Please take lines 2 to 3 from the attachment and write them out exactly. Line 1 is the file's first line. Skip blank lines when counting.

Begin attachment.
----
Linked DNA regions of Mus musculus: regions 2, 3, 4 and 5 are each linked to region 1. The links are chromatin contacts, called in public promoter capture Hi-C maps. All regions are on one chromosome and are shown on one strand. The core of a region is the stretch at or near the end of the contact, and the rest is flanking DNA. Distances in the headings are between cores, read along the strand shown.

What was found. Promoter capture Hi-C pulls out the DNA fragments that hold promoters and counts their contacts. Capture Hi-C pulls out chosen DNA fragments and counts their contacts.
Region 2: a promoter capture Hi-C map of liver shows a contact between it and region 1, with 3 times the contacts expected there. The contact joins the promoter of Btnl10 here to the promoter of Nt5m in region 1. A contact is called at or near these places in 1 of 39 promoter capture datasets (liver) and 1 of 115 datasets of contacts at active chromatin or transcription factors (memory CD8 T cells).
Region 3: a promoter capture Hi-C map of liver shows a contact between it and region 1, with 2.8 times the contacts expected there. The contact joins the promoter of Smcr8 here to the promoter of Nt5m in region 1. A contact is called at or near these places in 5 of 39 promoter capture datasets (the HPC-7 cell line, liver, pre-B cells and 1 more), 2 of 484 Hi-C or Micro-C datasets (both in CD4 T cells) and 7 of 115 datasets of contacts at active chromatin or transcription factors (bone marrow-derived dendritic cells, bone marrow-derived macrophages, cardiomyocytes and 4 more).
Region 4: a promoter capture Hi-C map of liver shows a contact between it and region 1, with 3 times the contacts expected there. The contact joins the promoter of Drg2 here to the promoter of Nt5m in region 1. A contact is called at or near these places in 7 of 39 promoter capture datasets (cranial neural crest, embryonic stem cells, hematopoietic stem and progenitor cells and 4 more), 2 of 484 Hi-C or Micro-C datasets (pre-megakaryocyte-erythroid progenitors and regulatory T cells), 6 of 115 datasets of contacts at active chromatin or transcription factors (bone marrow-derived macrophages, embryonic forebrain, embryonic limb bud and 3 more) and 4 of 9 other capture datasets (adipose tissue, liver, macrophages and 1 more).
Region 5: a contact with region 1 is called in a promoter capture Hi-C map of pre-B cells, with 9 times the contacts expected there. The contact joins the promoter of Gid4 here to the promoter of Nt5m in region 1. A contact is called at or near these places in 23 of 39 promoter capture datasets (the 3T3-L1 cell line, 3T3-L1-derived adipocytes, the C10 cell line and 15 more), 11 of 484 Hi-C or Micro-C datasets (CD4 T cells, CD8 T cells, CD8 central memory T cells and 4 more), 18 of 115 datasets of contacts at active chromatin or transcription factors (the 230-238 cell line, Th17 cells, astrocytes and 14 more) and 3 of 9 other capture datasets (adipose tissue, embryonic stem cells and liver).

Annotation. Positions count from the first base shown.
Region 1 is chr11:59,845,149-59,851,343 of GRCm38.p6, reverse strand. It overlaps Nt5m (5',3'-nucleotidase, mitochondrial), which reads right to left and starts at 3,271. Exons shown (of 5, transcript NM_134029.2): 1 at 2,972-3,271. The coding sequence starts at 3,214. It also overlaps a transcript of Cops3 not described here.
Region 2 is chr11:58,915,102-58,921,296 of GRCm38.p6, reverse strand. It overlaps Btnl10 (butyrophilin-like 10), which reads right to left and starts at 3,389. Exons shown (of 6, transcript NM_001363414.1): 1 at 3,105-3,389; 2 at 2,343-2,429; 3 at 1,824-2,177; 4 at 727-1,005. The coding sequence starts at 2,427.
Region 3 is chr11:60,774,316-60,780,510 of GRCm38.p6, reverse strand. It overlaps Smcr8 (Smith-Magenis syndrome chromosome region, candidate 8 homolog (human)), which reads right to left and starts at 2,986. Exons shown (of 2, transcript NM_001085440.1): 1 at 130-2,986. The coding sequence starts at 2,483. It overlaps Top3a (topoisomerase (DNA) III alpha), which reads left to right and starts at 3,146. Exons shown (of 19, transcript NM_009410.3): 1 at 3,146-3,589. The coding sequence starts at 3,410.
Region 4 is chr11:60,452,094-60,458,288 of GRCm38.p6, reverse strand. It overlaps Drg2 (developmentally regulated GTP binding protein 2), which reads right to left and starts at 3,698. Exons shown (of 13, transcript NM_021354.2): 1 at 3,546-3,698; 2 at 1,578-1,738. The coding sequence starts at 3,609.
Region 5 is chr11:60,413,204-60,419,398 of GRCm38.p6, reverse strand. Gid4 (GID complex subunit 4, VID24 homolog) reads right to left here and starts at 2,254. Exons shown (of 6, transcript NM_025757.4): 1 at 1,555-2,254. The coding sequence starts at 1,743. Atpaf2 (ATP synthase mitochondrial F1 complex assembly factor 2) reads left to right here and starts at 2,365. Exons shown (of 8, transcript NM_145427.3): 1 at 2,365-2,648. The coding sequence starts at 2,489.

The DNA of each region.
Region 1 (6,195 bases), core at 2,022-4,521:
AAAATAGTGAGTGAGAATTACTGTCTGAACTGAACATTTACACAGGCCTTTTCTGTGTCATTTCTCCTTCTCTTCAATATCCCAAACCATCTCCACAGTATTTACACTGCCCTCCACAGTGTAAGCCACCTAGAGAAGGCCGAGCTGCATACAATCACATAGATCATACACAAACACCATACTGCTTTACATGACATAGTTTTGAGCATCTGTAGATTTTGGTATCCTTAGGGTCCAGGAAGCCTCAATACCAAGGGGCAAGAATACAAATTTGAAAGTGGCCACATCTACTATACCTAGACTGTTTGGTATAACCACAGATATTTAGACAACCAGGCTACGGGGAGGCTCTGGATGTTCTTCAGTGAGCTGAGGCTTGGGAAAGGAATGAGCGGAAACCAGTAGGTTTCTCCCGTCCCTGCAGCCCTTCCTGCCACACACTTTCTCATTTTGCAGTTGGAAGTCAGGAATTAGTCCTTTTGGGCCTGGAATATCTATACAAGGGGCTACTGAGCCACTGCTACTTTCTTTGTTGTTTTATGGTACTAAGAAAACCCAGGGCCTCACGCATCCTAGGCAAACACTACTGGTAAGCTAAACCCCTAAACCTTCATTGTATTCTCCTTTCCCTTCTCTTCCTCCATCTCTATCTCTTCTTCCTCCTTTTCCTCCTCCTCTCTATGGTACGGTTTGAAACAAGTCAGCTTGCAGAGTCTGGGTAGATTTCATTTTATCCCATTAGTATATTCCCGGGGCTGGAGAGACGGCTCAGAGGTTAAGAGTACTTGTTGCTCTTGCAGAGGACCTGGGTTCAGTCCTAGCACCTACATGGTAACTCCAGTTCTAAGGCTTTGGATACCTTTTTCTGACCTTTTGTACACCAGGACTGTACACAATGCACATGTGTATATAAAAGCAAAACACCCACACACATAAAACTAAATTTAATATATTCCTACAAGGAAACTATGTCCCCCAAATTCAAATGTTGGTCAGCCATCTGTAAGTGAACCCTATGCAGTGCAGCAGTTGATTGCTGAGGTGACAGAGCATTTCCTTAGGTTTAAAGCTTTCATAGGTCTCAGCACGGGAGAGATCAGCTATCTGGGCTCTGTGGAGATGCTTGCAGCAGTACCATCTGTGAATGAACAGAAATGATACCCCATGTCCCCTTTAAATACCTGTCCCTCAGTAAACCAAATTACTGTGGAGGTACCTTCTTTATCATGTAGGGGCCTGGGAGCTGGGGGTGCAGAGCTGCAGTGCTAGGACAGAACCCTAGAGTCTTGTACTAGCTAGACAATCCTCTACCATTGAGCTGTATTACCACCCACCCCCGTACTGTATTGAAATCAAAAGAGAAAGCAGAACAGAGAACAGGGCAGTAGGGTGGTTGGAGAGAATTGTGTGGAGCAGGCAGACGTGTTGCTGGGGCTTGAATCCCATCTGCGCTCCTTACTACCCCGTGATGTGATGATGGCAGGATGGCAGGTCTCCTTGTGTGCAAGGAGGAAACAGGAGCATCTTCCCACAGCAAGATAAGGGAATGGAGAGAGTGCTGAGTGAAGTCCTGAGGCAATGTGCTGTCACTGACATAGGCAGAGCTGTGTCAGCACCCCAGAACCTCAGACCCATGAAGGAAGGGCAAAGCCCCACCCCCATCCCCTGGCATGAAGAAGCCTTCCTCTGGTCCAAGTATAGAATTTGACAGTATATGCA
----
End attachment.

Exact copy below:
What was found. Promoter capture Hi-C pulls out the DNA fragments that hold promoters and counts their contacts. Capture Hi-C pulls out chosen DNA fragments and counts their contacts.
Region 2: a promoter capture Hi-C map of liver shows a contact between it and region 1, with 3 times the contacts expected there. The contact joins the promoter of Btnl10 here to the promoter of Nt5m in region 1. A contact is called at or near these places in 1 of 39 promoter capture datasets (liver) and 1 of 115 datasets of contacts at active chromatin or transcription factors (memory CD8 T cells).